4.5 ?s The Lucky Galah is the first novel by Australian academic, journalist, film-maker and author, Tracy Sorensen. Lucky hadn’t been named until she was rescued from imminent death by Lizzie, who knew a lot about birds. And not long after that Lucky first received a transmission from the Dish, up there on the Red Range outside Port Badminton.
The Dish had been installed for transmissions during the forthcoming lunar landing, and years of preparation for this historic event were necessary. But it appeared to be receiving and recording not just from outer space. Lucky loves stories, and now she has one to tell; some of it gleaned from what she saw and heard from her cage near the Kelly’s outside toilet, at the back of their blue house in Clam Street, and some from data dumped by the Dish.
When Evan Johnson, his beautiful wife and sweet little daughter arrive in 1964 from chilly Melbourne, it’s like a summer holiday. Linda Johnson is enthusiastic about Evan’s new job at the Tracking Station and their relocation to Port Badminton, but that’s before the heat hits.
The daughter of a reffo and a commo, Linda spends energy just maintaining the façade of ‘normal’ (a wooden salad bowl with matching servers, café curtains, Tupperware, frilly tennis panties), and she’s popular with the other Tracker wives. But now: “…no fresh milk, no television, limited radio, nothing in the shops... no culture to speak of, the flies swarm over one’s face… the mosquitoes eat you alive…” she’s uncomfortable, unhappy and bored. Until, that is, entomologist and amateur ornithologist, Harry Baumgarten comes into town.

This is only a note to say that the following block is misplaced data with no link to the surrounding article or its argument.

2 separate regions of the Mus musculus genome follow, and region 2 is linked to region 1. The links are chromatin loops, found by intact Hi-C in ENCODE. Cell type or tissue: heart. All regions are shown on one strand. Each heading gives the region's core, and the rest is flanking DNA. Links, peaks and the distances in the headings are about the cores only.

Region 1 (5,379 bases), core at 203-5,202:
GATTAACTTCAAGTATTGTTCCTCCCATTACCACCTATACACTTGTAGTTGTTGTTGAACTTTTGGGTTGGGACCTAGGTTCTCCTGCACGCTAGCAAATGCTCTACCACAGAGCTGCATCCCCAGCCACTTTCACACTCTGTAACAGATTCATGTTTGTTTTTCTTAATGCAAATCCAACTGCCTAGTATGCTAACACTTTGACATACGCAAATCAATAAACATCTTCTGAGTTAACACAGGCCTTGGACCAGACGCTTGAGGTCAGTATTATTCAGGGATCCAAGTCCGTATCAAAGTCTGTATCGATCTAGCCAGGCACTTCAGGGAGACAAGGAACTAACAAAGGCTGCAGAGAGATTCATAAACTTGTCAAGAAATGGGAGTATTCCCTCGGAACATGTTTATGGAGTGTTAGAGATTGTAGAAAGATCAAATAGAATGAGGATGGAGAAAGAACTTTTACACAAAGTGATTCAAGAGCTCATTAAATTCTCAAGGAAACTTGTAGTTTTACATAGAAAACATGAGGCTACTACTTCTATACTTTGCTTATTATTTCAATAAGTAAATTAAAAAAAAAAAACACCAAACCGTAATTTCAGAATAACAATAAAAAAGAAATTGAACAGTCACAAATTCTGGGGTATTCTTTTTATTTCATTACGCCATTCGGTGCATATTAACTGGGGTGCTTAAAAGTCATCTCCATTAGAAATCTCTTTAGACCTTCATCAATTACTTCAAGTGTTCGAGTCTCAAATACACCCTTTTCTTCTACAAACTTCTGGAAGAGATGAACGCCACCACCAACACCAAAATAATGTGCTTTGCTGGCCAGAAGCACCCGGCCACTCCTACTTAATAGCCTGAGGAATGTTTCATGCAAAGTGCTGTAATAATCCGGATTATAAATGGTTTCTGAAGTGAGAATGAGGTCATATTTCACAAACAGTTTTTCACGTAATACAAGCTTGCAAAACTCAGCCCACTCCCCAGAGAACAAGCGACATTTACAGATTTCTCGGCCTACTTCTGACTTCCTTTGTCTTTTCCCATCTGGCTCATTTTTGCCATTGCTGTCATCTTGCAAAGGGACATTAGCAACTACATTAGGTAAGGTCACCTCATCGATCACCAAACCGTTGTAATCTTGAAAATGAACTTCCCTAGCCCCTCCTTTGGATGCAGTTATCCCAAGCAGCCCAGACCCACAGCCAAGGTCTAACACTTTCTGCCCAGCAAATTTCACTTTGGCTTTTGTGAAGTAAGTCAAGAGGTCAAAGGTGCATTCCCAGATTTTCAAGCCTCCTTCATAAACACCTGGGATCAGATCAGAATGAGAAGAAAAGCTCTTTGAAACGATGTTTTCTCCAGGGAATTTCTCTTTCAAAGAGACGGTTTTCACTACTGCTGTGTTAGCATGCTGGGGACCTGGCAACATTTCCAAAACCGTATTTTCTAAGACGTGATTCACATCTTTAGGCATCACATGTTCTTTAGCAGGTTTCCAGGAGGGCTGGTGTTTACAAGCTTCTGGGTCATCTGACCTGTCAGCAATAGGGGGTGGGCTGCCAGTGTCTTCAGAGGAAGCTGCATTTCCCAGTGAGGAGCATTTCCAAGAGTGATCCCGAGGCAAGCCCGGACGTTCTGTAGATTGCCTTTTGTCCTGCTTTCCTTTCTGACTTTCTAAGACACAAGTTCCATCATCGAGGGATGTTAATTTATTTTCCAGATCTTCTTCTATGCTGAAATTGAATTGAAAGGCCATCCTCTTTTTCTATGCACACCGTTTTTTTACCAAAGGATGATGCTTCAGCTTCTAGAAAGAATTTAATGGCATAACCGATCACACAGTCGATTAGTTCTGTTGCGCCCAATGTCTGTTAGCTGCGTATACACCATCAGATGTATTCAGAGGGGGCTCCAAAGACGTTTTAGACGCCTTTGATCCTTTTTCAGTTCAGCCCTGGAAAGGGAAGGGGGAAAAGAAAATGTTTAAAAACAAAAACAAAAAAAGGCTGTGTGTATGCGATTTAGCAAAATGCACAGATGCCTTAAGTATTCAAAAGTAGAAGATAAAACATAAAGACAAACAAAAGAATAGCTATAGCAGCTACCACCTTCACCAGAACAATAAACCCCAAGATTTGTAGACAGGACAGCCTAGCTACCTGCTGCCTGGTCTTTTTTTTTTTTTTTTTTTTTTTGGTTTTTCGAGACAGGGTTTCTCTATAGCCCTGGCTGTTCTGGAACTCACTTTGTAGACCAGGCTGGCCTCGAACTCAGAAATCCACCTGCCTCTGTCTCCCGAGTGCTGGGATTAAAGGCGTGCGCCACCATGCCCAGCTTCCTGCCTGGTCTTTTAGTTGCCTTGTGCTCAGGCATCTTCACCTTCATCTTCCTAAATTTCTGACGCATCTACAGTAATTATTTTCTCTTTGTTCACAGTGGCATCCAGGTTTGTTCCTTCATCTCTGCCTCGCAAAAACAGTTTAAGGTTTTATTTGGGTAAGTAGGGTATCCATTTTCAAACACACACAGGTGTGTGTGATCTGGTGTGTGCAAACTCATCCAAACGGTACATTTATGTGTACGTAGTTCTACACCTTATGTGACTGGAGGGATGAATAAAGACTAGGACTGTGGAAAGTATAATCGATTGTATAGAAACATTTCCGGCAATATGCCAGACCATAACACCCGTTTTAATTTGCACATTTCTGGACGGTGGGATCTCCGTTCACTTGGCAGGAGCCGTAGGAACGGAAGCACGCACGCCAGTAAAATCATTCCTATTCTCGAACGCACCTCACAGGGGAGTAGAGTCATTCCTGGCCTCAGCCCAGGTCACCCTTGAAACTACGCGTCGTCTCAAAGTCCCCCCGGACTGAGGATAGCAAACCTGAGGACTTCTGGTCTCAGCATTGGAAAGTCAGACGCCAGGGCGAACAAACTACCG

The narrative is split into two timeframes: the period between the Johnsons’ arrival in Port Badminton and Evan’s disappearance; and the present day. Overlooking Lucky’s dumps from the dish, the plot is easily believable and reaches a climax with a suitably delicious twist. The reader is aware from the beginning that Evan Johnson disappears into the sea at the Blowholes soon after the lunar landing; the how and why of it are gradually revealed.
Sorensen gives the reader a wonderful cast of characters, the likes of whom populate many a remote community. Quirks and flaws, but also caring and kindness are common among the townspeople. Certain personages are but thinly disguised, easily recognisable by their favourite phrases.
But Sorensen’s real expertise is in rendering the era: mentions of TV shows, food and drink, personalities, current affairs, children’s games, breakfast cereals, literature, movies and social attitudes, all these anchor the main tale firmly in the mid- to late-sixties. For readers of a certain vintage, this novel is a feast of nostalgia. It would make a wonderful movie or mini-series, especially in the hands of those who created the movie of Jasper Jones. An outstanding debut novel.